Battles over child custody and visitation are common occurrences during divorce that ultimately require parents to work together in order to preserve the interests of the child. At the least, most parents realize that compromise and cooperation are needed for the sake of the child; but what about parents who will not cooperate and refuse to abide by the orders of the court on this issue? One extreme example of this problem appears in a news story out of Orange County where a father attempted to burn down his house with both himself and daughter in it to avoid returning the girl to her mother. The father had summer visitation rights with his daughter, and as the date approached that would end the visit, the father indicated he did not intend to relinquish custody. Although this father’s response is outside the norm, it is important for parents, both during and after divorce, to know how to respond to an ex-spouse trying to withhold visitation rights. In addition to physically visiting with a child, the court may also order supplemental electronic communication between child and parent that is subject to the same consequences if violated. A discussion of how electronic communication works and the legal options available when one parent denies court-ordered parenting time to the other will appear below.
Electronic Communication in a Visitation Rights Order
In an effort to facilitate as much interaction between parent and child as possible, the court may order electronic communication as a part of visitation rights. However, electronic communication is not a replacement for physical, in-person visits and cannot be the only method of visitation between parent and child.
The presumption is that electronic communication is in the best interests of the child, although, that presumption is rebuttable. Factors the court will take into consideration when including electronic communication in parenting include the availability and affordability of electronic communication for each parent and a parent’s history of substance or domestic abuse. If there are additional costs to set up the communication, the court will allocate the costs between the parents according to the ability of each to pay for the expense.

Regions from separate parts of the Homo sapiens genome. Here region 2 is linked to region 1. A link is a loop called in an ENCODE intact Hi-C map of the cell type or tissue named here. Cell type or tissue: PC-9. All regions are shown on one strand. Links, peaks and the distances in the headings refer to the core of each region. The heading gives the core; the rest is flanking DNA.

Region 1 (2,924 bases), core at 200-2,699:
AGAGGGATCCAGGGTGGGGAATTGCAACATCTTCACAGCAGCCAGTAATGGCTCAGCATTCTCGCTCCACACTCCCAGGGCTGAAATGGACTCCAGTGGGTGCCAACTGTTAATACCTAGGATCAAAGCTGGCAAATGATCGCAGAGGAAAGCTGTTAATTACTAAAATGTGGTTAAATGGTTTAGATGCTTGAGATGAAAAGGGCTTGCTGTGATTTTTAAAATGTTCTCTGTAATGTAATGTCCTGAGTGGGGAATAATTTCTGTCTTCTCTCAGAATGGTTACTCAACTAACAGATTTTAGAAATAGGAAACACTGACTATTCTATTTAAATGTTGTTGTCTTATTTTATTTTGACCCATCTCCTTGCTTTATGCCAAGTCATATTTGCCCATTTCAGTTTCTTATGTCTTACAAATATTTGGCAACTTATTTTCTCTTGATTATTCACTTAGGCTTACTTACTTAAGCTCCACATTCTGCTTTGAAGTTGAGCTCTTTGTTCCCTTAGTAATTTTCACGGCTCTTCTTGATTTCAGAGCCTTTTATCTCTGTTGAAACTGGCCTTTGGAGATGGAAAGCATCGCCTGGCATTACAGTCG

Consequences of Denying Parenting Time
As a preliminary note, a parent cannot deny the other visitation due to a parent’s failure to pay court-ordered alimony or child support. Additionally, a parent denied visitation rights is still obligated to continue paying support to the custodial parent.
Florida law gives the court several options to respond with when a parent violates visitation orders without cause, including and up to contempt of court. In addition to contempt of court, the court may:
- give the parent denied visitation time extra time to compensate for what was missed. The extra time should be scheduled at the time most convenient for the non-offending parent and at the expense of the offending parent;
- order the offending parent to pay the court costs and attorney fees of the non-offending parent acquired during efforts to enforce the visitation schedule;
- order the parent who did not adhere to the parenting time schedule to attend a court-approved parenting class;
- order the offending parent to perform community service as long as it does not affect the welfare of the child;
- modify the parenting plan in favor of the non-offending parent; and
- require the parent who denied visitation to shoulder the expense of facilitating visitation if the other parent lives more than 60 miles away.
Get Legal Help Today!
If you are a parent fighting to see your child, working with an attorney is the most effective way to bring a quick resolution to the situation and reunite you with your child. The Fort Lauderdale attorneys at Stok Kon + Braverman have the experience in parenting time issues needed to assist you with your case. Contact us today to schedule a consultation.